Female Entrepreneurship in Latin America

Entrepreneurship has proven to be a pivotal element of economic growth and development, supporting most of the innovations that have promoted economic development and income equality. Therefore, the more entrepreneurial opportunities a country offers its society, the more likely will development be furthered, which will result in more opportunities for a countries populace, thus encouraging innovation. It’s a cyclical process.

Last year, due to the pandemic, many small businesses were closed and reduced their operations. Unfortunately, women entrepreneurs have been more impacted than their male counterparts. The Mastercard Index of Women Entrepreneurs, which assessed the success of 58 economies in advancing women entrepreneurship, revealed that more than 50 percent of companies led by women in Brazil, Argentina, Ecuador, Italy, South Korea, Russia, Thailand, Uruguay, and Vietnam were negatively affected by the pandemic.

Female entrepreneurship is increasingly recognized in public policy circles. However, there is a massive gap in quantifying the extent of female business ownership and female-owned businesses’ economic contributions. According to research conducted by the Global Entrepreneurship Monitor, more than 6 percent of the world’s population lives in Latin America, which has some of the highest rates of entrepreneurial activity and self-confidence in entrepreneurial skills, as well as increasing rates of female entrepreneurs.

Simultaneously, as a region, Latin America has one of the lowest historical rates of female participation in economic activity – barely 35 percent compared to an average of over 50 percent in Africa, Central Asia, and Southeast Asia. The study fills this gap by analyzing the levels and drivers of female entrepreneurial activity in 13 countries in Latin America and the Caribbean: Argentina, Bolivia, Brazil, Chile, Colombia, Dominican Republic, Ecuador, Jamaica, Mexico, Peru, Puerto Rico, Uruguay, and Venezuela.

The Global Entrepreneurship Monitor study reveals that lack of profits or funding problems among female-led businesses are responsible for 56 percent of their failures in Latin America. There are also legislative obstacles in Latin America that make it more difficult for women to start a business. In Chile, for example, the marriage law stipulates that a woman must seek permission from her husband before she can start a business. Despite the challenges women face, the growing number of women entrepreneurs in Latin America can be attributed to personal and professional development opportunities that the traditional workforce may not offer. Therefore, it is correct to say that women are part of the minority in the creation of small businesses and startups in Latin America.

The most critical issues and challenges facing women in many Latin American countries are access to capital and technology. Although many adult women are employed, most have not yet reached managerial positions in the workplace. In addition, the percentage of women among administrative and managerial workers is significantly lower than the rate of participation of women in the labor force. The rates of business ownership by women are similar. Access to capital is a primary concern of women entrepreneurs, but capital itself is not enough. Technology and technical assistance have all proved to be more problematic for women outside major metropolitan areas. Policymakers and governments should work to overcome these barriers, especially in small towns and rural areas.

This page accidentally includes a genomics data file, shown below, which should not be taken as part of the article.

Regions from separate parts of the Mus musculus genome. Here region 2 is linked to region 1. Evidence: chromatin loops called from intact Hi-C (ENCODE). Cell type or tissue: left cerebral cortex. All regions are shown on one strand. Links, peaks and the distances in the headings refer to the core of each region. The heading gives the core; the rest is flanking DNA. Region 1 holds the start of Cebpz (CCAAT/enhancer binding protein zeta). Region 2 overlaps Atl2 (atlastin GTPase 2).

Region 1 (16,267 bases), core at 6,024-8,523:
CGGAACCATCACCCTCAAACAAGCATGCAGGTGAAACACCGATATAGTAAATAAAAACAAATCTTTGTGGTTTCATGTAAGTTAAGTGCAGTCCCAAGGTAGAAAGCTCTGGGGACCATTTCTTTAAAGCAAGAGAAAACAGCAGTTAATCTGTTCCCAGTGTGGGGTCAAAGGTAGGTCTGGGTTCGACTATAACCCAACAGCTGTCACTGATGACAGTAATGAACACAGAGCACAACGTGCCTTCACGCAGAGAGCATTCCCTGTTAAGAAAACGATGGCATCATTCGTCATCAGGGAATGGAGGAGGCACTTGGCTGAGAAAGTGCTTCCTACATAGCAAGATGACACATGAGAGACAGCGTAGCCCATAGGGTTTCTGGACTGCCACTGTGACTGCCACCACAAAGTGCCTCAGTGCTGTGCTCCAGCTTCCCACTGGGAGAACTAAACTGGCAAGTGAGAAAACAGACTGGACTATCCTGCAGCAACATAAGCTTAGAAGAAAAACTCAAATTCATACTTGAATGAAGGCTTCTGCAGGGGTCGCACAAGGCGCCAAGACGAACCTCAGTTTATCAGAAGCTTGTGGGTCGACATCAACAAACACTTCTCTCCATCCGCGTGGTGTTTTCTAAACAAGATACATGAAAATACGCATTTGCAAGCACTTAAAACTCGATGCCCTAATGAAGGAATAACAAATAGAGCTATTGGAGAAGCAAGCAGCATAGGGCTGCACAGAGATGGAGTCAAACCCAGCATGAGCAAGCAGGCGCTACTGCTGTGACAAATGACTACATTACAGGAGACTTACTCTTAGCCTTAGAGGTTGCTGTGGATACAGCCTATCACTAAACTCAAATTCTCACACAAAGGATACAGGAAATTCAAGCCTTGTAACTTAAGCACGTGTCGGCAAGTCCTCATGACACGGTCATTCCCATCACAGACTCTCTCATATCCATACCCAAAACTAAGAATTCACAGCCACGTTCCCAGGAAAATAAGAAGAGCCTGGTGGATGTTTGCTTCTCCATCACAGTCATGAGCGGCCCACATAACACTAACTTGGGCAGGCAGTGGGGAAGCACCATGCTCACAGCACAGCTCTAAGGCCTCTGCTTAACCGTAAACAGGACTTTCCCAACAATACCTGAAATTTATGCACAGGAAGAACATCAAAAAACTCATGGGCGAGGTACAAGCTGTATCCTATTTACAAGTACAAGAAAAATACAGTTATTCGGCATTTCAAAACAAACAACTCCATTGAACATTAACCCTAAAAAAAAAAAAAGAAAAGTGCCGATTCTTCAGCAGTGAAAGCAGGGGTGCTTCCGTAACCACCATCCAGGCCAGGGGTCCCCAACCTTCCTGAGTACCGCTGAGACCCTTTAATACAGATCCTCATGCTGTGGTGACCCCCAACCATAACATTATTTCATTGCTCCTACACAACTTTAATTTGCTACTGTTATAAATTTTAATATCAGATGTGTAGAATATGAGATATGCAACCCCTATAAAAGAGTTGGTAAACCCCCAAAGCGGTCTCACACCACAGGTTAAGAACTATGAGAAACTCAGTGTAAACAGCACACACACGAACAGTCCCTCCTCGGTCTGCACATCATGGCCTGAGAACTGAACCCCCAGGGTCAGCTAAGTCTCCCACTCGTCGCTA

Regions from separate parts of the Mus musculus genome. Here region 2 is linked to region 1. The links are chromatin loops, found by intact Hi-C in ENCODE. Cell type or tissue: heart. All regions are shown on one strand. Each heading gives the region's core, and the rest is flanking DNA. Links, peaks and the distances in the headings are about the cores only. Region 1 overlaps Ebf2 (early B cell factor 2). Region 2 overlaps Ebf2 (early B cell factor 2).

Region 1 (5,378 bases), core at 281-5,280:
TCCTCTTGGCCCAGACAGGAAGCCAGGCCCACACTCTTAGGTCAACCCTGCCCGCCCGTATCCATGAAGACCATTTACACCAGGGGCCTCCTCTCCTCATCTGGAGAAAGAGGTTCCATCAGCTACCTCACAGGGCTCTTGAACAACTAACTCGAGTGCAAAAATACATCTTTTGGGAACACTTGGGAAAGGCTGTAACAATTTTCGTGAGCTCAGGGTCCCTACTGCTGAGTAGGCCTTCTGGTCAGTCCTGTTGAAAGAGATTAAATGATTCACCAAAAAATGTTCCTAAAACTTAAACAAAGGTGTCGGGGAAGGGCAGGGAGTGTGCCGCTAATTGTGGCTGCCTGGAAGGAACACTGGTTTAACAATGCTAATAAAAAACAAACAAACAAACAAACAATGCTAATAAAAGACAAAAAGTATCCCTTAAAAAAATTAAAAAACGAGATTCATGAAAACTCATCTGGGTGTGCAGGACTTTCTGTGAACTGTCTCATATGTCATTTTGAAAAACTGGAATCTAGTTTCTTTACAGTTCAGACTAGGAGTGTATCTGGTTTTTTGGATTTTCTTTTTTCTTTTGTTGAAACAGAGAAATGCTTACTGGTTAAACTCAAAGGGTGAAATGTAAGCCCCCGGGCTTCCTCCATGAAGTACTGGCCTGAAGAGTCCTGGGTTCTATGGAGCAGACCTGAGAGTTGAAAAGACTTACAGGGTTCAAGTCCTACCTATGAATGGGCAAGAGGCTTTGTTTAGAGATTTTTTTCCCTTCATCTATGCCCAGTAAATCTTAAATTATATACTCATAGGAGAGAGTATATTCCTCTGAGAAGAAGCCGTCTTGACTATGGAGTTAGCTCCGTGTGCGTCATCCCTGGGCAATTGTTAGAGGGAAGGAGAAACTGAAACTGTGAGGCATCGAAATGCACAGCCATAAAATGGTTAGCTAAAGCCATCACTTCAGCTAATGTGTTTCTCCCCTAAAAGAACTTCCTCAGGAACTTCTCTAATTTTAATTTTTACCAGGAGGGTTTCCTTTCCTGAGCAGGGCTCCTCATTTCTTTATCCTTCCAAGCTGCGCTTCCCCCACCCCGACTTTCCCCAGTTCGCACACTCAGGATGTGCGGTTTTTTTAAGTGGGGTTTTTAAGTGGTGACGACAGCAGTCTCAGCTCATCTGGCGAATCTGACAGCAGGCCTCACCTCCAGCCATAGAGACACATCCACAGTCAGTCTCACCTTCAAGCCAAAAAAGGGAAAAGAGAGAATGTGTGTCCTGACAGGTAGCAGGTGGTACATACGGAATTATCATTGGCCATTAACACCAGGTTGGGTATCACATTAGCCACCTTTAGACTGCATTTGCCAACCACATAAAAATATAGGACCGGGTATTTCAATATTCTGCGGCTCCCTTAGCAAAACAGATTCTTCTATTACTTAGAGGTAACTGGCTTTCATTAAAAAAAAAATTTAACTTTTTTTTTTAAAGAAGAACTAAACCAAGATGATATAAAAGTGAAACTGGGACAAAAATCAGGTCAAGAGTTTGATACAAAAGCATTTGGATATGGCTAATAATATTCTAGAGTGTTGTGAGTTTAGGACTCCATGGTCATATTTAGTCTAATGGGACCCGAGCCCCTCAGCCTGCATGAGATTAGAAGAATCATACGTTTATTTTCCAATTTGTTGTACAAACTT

Start-Up Chile is a public accelerator launched in 2010 by the Chilean government to create an entrepreneurial innovation hub in South America. Start-Up Chile has been widely recognized as one of the best acceleration programs globally, and in 2018, the World Economic Forum praised Chile as “the most innovative country for startup entrepreneurs.” 51 percent of the 1,309 companies survived and 39 percent remained in Chile, employing 1,562 people. The S Factory idea arose out of the lack of representation of women in Start-Up Chile’s other startup program – Seed. In 2015, 85 percent of startups were run by men and only 15 percent by women. Keen to make acceleration programs accessible to both men and women, Start-Up Chile launched the S Factory in 2015 as a pre-acceleration diversity program for founders led by women with less experience.

Created in 1972, the Brazilian Support Service for Micro and Small Enterprises is a private Brazilian non-profit social services entity that aims to train and promote micro and small enterprises’ economic development and competitiveness by stimulating entrepreneurship countries. In 2019, the government launched Sebrae Delas to focus on developing women entrepreneurs and leaders who are passionate about success. The program includes several actions to encourage, support, and strengthen the entrepreneurial culture among women. The initiative aims to promote and professionalize business practices and public policies to improve women’s skills.

Female entrepreneurship should be widely discussed in society. The topic goes beyond women in leadership positions. Gender diversity is a major influence on the development of services and products, directly impacting the companies’ potential for financial return. Entrepreneurship is a path that allows the construction of financial independence and the development of business models designed and tested by women. Without fair development opportunities for women entrepreneurs, we will not achieve gender equality, and the economic value currently lost through this inequality impacts all of society.